Although the Wicked World Magazine project helped put me in contact with a lot of cool, creative people; helped develop technical skills in Wordpress (for the blog), InDesign (for the digital magazine) and Photoshop; developed some contacts within publishing; and got me some free 'for press' books, it certainly didn't lead to any significant sales for my own books. I also know that only a tiny percentage of those who visit my own site, go on to buy either of my books, although I do get around thirty more unique visits for every thousand eBooks I give away (at three percent, that is about the same as the number who will go on to read the actual eBook).

Other's Web Sites and Magazines
I don't know how much the book reviews for Tearing up the Silk Road helped sales, as I didn't have access to real time sales figures, but I could monitor click-throughs to my site from online articles, reviews and interviews: from an extract at www.gonomad.com I received two click-throughs, and from an article in www.wanderlust.co.uk I received no click-throughs at all. Even articles with a couple of hundred Facebook 'likes' only led to two or three click-throughs to my own site.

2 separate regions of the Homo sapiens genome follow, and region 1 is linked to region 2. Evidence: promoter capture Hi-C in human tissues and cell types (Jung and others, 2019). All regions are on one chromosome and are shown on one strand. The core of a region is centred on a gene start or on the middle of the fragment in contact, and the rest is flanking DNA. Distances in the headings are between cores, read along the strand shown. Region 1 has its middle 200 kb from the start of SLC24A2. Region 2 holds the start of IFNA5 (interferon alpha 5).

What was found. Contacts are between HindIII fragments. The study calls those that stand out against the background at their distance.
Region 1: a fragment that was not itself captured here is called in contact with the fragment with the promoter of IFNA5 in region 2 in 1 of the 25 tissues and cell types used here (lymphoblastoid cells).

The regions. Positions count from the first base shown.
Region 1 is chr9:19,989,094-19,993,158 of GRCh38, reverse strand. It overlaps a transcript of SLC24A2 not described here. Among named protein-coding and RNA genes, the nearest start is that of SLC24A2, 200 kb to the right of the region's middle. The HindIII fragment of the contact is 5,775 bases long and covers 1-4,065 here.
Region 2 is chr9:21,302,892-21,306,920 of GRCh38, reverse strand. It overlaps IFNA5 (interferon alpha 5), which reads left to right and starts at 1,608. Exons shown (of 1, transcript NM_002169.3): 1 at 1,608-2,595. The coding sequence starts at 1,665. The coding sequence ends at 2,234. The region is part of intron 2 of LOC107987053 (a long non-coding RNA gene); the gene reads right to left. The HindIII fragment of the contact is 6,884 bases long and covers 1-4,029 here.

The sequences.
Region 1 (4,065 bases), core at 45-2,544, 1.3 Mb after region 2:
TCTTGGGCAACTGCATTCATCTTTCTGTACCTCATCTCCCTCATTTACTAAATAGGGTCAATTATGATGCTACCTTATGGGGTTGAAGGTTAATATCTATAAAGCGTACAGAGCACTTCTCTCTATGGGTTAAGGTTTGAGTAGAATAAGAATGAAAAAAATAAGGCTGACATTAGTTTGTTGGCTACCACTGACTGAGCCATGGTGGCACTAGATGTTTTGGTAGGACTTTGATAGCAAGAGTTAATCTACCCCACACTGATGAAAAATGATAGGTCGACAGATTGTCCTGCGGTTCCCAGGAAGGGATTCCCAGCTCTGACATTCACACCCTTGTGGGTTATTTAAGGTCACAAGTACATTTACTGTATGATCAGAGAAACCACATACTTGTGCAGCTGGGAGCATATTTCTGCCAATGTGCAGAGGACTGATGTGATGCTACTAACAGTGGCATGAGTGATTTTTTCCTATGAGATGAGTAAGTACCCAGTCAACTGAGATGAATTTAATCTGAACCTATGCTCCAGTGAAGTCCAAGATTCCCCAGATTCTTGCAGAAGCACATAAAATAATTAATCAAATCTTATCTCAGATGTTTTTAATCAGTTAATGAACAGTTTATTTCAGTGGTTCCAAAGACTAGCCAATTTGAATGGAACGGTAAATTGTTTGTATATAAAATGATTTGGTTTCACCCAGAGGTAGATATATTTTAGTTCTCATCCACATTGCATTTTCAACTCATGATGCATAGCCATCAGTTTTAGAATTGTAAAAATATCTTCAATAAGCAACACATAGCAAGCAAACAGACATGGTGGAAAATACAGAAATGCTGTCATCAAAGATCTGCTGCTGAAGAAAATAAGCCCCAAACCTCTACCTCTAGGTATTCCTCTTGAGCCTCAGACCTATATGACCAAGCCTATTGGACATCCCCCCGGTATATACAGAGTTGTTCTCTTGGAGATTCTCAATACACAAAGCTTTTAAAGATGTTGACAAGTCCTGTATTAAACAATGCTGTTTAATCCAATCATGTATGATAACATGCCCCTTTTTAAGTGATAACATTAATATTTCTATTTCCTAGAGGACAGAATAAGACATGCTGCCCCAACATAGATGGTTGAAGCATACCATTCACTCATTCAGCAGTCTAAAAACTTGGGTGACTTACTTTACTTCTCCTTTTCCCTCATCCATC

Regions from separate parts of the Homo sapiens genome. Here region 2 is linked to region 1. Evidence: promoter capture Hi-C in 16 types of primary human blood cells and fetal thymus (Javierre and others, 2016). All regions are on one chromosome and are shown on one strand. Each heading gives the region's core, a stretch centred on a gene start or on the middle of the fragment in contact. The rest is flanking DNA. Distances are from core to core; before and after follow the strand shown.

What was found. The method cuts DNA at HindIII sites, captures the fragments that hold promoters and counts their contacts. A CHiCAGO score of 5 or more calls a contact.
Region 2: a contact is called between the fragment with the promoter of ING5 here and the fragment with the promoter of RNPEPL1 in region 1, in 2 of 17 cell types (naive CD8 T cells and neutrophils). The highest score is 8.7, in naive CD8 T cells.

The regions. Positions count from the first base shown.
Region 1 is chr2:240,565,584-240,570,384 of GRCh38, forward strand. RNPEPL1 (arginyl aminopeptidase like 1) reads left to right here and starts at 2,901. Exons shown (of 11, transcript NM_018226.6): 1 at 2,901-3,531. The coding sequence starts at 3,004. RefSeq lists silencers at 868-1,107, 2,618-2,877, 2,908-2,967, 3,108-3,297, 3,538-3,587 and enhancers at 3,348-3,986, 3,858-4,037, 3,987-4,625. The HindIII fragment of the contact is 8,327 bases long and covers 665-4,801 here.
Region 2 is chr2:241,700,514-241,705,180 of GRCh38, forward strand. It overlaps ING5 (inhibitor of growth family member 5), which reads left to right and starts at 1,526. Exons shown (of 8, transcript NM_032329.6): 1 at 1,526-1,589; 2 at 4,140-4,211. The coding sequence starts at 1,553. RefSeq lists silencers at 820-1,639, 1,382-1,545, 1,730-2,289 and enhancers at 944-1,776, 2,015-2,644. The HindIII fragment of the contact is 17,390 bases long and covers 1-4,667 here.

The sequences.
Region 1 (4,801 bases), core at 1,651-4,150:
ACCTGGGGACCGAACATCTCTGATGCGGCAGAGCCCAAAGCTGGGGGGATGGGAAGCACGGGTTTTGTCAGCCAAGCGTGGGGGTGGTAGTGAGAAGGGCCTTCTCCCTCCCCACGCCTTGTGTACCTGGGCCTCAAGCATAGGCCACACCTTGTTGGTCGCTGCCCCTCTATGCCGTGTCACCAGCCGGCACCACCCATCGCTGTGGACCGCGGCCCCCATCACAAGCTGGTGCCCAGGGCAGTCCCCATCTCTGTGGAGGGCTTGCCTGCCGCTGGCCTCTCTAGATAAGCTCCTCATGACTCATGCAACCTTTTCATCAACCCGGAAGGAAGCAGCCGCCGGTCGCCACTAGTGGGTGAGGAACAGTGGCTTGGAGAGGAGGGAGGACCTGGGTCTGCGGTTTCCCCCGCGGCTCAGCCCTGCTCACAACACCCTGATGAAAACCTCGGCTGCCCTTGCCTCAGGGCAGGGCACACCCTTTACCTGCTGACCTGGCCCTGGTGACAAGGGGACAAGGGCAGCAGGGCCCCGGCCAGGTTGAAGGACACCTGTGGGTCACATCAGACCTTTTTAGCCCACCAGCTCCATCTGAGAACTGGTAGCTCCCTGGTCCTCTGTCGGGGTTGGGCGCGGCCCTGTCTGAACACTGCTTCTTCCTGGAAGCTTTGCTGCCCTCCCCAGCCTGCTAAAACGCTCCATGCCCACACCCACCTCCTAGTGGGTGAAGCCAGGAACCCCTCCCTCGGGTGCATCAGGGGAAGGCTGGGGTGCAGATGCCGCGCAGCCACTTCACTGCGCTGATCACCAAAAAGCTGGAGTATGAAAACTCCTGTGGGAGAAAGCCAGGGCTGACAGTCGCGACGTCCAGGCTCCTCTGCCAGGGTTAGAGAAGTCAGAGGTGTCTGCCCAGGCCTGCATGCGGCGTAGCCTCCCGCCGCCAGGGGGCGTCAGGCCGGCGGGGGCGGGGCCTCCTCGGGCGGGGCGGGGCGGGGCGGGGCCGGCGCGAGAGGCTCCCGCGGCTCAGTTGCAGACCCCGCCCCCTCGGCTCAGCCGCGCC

When I wrote articles for print magazines, to help promote Voodoo, Slaves and White Man's Graves, there was no noticeable rise in sales to coincide with their publication. These attempts have, however, led on to a welcome part-time income as a writer of travel articles for various travel magazines (I can earn more from two or three articles than I did from a 100,000 word book).

Facebook Promotions